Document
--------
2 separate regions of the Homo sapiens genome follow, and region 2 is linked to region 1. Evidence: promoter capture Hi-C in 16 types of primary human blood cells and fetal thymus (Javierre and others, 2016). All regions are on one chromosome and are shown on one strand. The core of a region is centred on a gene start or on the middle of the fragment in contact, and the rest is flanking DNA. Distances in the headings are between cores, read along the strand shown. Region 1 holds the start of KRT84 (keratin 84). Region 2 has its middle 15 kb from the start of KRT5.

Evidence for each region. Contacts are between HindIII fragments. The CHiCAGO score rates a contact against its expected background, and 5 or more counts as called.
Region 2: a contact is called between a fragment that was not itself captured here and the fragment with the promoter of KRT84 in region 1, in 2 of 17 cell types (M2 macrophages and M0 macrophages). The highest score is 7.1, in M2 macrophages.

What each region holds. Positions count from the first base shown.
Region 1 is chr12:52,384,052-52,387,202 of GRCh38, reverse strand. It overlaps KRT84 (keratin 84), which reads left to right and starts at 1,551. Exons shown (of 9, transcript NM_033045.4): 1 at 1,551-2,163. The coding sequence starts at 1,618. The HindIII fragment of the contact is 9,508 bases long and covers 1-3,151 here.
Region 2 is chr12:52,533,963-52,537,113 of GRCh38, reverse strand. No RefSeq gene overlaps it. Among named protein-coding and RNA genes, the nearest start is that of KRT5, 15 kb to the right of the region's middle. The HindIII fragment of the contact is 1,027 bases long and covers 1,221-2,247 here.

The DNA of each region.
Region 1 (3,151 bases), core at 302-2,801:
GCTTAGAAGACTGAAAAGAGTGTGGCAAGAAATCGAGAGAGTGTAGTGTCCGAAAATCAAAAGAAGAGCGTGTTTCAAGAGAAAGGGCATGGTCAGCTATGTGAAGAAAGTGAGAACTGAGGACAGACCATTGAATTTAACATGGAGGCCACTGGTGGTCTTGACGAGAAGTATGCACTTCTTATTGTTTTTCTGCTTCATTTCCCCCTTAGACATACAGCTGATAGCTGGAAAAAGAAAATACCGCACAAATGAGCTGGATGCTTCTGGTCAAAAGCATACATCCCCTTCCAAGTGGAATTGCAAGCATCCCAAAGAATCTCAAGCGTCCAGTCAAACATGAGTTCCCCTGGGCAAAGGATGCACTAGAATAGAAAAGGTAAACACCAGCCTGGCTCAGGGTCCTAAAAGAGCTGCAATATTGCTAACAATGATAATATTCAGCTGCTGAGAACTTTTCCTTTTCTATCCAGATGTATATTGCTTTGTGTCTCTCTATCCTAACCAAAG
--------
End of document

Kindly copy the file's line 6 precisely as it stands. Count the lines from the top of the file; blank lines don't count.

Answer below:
Region 2 is chr12:52,533,963-52,537,113 of GRCh38, reverse strand. No RefSeq gene overlaps it. Among named protein-coding and RNA genes, the nearest start is that of KRT5, 15 kb to the right of the region's middle. The HindIII fragment of the contact is 1,027 bases long and covers 1,221-2,247 here.